Jesus, the lord of the Sabbath, then went one more step further.  He explained the meaning of rest on the holy Sabbath.  He took the opportunity from the trap question given to him: “Is it lawful to heal on the Sabbath?  So Jesus masterfully taught them by asking them a question: “Which one of you who has a sheep, if it falls into a pit on the Sabbath, will not take hold of it and lift it out?  Obviously to this question nobody could honestly answer that they did not help their sheep which fell into a pit on a Sabbath day.  They all did.  As they did, they “broke” the rituals of not working on Sabbath.  But yet they did and be found guiltless.  The life of the sheep was at stake.  If the owner did not help, the sheep would die.  So it was critical that the shepherd helped the sheep even on Sabbath.  It couldn’t wait until the next day.  It’s about mercy.  It’s about alleviating pain.  The sheep was suffering in the pit, so it needed “rest” from the suffering.  Rest here then meant the break from suffering.  Rest here then meant freedom from bondage.  So, without anyone against Jesus’ question, he concluded: “Of how much more value is a man than a sheep! So it is lawful to do good on the Sabbath.  In that teaching then he healed the man on Sabbath.  Jesus, the good shepherd, set the man free from the suffering he endured.  And this was the meaning of rest here.  It was quite different than what the Pharisees had in mind.  The Pharisees focused only on the outward appearance.  They paid too much attention to the rituals.  They neglected the deepest attitude of the heart, especially mercy.  The Pharisees thought that “rest” meant “doing nothing.”  And so consequently, according to their logic, doing anything would mean not resting.  So when it was applied on Sabbath, in their understanding the people must not do anything, even if it meant to release people from suffering.  They got the wrong understanding.  What Jesus did to the man with a withered hand was actually releasing him from his misery.  Jesus set him free.  Jesus gave him rest.  And that’s the essence of Sabbath.  That’s why God commanded Israel to have rest.  He intended it for good.  So people could break free from bondage.  This is rest.  Jesus is lord of the Sabbath.  He wanted people to have rest with him.  Resting on Sabbath should have its focus on having the rest with the Lord.  That is why the command not to work on Sabbath.

            Continuing to work their job on Sabbath is a violation of the Sabbath law and it only inflicts pain to them by submitting themselves under the “slavery” of occupation.  This is not God’s desire.  He set up the order and rhythm of the universe and modeled it himself in creation.  He commands the people to keep the Sabbath holy.  He orders the people to rest from all the “enslaving” work on Sabbath.  He wants the people to have communion with him.  And so when Moses repeated the Ten Commandments in Deuteronomy 5, he gave a different reasoning why Israel must keep the Sabbath holy:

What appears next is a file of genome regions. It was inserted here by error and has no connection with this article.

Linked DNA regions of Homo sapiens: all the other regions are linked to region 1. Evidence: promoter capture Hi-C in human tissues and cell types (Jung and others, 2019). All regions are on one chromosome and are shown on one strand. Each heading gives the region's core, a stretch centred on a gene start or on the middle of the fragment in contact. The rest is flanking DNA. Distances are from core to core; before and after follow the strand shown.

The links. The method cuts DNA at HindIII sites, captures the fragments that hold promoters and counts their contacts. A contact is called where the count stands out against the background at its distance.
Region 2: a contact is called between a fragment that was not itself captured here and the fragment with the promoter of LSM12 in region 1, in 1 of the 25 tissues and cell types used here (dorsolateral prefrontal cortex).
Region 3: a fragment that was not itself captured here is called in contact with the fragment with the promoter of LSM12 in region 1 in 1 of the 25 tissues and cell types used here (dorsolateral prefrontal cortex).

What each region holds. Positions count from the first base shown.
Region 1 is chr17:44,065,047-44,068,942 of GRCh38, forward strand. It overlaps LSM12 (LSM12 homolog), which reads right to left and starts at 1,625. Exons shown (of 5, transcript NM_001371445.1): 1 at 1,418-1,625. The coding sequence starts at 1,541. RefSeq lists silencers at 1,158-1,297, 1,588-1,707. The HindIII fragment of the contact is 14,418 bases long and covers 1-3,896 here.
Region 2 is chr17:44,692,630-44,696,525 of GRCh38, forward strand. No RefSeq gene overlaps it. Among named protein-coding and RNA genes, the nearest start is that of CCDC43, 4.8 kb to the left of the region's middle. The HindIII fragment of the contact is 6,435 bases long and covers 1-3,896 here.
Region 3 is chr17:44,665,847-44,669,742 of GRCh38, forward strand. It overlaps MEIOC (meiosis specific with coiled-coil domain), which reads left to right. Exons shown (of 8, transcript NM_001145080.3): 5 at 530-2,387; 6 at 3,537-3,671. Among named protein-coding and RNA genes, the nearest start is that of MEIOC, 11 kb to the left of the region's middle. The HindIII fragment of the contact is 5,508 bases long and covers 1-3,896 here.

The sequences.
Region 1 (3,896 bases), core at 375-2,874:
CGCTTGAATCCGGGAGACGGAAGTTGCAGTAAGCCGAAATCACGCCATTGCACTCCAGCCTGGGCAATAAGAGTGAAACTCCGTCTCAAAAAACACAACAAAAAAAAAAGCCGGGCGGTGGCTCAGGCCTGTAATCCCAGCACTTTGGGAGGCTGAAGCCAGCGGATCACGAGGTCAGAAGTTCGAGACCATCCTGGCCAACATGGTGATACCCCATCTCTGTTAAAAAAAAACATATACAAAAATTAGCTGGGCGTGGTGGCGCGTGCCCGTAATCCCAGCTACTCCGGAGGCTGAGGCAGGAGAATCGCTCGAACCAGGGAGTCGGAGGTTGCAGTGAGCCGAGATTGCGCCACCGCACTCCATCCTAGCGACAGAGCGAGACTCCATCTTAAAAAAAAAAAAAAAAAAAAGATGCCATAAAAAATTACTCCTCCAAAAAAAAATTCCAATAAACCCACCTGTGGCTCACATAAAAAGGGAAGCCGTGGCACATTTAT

12 “ ‘Observe the Sabbath day, to keep it holy, as the Lord your God commanded you. 13 Six days you shall labor and do all your work, 14 but the seventh day is a Sabbath to the Lord your God. On it you shall not do any work, you or your son or your daughter or your male servant or your female servant, or your ox or your donkey or any of your livestock, or the sojourner who is within your gates, that your male servant and your female servant may rest as well as you. 15 You shall remember that you were a slave in the land of Egypt, and the Lord your God brought you out from there with a mighty hand and an outstretched arm. Therefore the Lord your God commanded you to keep the Sabbath day.  (Deuteronomy 5:12-15)

Moses reminded them of how God freed them from the bondage of slavery.  God gave them rest from the oppression.  And that became the reason why they ought to keep Sabbath.  Sabbath is meant for rest.  And the freedom from slavery in Egypt became the point of reference for the basis of their resting on Sabbath.  Enslaving oneself on Sabbath is then forbidden.  Sabbath is that one holy day every week that all “enslaving” work must be put to halt.  On that day everyone is to remember that they belong to the Lord.  On that day everyone is to remember that they must not be slaves to anyone else.  On Sabbath, God is freeing his people from slavery.  How come, then, his people still insist on being enslaved by anything else even on the day of the Lord?  Jesus is lord of the Sabbath.  Everyone owes their allegiance to Jesus.  And Jesus is freeing them from slavery.